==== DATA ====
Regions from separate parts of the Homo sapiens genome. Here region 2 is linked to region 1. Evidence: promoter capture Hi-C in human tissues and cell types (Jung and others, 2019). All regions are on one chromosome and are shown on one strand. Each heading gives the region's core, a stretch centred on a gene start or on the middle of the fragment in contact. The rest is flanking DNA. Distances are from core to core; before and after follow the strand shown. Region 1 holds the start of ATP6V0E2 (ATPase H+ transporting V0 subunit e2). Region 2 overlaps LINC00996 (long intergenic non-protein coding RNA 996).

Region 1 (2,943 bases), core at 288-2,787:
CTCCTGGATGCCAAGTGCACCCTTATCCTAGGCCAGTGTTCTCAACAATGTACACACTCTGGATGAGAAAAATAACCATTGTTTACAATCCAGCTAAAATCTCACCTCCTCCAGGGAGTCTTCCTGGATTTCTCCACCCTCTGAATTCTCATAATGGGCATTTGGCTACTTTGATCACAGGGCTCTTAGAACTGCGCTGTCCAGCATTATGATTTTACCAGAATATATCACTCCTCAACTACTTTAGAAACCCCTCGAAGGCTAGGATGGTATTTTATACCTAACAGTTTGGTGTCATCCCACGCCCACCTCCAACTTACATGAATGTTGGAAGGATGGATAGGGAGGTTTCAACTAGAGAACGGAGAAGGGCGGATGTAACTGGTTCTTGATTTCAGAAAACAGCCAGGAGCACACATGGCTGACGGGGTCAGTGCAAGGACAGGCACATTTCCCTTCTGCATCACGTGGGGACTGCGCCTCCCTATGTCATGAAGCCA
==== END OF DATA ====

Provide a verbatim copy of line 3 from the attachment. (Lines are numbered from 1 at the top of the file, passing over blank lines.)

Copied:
CTCCTGGATGCCAAGTGCACCCTTATCCTAGGCCAGTGTTCTCAACAATGTACACACTCTGGATGAGAAAAATAACCATTGTTTACAATCCAGCTAAAATCTCACCTCCTCCAGGGAGTCTTCCTGGATTTCTCCACCCTCTGAATTCTCATAATGGGCATTTGGCTACTTTGATCACAGGGCTCTTAGAACTGCGCTGTCCAGCATTATGATTTTACCAGAATATATCACTCCTCAACTACTTTAGAAACCCCTCGAAGGCTAGGATGGTATTTTATACCTAACAGTTTGGTGTCATCCCACGCCCACCTCCAACTTACATGAATGTTGGAAGGATGGATAGGGAGGTTTCAACTAGAGAACGGAGAAGGGCGGATGTAACTGGTTCTTGATTTCAGAAAACAGCCAGGAGCACACATGGCTGACGGGGTCAGTGCAAGGACAGGCACATTTCCCTTCTGCATCACGTGGGGACTGCGCCTCCCTATGTCATGAAGCCA